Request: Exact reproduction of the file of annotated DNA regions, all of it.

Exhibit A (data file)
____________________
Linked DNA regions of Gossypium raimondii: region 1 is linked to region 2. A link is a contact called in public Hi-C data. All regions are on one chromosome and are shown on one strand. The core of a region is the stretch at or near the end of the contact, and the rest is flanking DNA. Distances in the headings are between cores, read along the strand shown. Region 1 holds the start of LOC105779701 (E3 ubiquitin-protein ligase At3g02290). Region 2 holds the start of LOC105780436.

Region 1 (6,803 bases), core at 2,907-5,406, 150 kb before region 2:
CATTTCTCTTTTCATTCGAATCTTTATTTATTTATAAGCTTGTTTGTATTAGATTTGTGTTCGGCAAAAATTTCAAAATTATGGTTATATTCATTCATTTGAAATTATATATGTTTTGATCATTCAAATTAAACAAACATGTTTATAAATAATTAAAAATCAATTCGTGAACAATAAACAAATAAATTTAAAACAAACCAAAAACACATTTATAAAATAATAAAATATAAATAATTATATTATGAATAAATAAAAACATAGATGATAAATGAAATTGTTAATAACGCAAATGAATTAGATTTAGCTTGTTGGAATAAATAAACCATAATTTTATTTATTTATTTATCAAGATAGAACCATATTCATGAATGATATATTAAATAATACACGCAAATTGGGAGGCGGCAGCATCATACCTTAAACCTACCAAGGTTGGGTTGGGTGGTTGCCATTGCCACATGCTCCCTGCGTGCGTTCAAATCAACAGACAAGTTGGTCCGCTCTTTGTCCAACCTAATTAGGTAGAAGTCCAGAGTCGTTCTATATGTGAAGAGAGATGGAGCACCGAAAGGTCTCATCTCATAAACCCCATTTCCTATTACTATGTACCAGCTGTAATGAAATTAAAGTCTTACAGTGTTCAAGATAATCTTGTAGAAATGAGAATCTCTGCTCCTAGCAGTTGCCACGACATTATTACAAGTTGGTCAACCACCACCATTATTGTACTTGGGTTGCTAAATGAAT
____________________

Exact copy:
Linked DNA regions of Gossypium raimondii: region 1 is linked to region 2. A link is a contact called in public Hi-C data. All regions are on one chromosome and are shown on one strand. The core of a region is the stretch at or near the end of the contact, and the rest is flanking DNA. Distances in the headings are between cores, read along the strand shown. Region 1 holds the start of LOC105779701 (E3 ubiquitin-protein ligase At3g02290). Region 2 holds the start of LOC105780436.

Region 1 (6,803 bases), core at 2,907-5,406, 150 kb before region 2:
CATTTCTCTTTTCATTCGAATCTTTATTTATTTATAAGCTTGTTTGTATTAGATTTGTGTTCGGCAAAAATTTCAAAATTATGGTTATATTCATTCATTTGAAATTATATATGTTTTGATCATTCAAATTAAACAAACATGTTTATAAATAATTAAAAATCAATTCGTGAACAATAAACAAATAAATTTAAAACAAACCAAAAACACATTTATAAAATAATAAAATATAAATAATTATATTATGAATAAATAAAAACATAGATGATAAATGAAATTGTTAATAACGCAAATGAATTAGATTTAGCTTGTTGGAATAAATAAACCATAATTTTATTTATTTATTTATCAAGATAGAACCATATTCATGAATGATATATTAAATAATACACGCAAATTGGGAGGCGGCAGCATCATACCTTAAACCTACCAAGGTTGGGTTGGGTGGTTGCCATTGCCACATGCTCCCTGCGTGCGTTCAAATCAACAGACAAGTTGGTCCGCTCTTTGTCCAACCTAATTAGGTAGAAGTCCAGAGTCGTTCTATATGTGAAGAGAGATGGAGCACCGAAAGGTCTCATCTCATAAACCCCATTTCCTATTACTATGTACCAGCTGTAATGAAATTAAAGTCTTACAGTGTTCAAGATAATCTTGTAGAAATGAGAATCTCTGCTCCTAGCAGTTGCCACGACATTATTACAAGTTGGTCAACCACCACCATTATTGTACTTGGGTTGCTAAATGAAT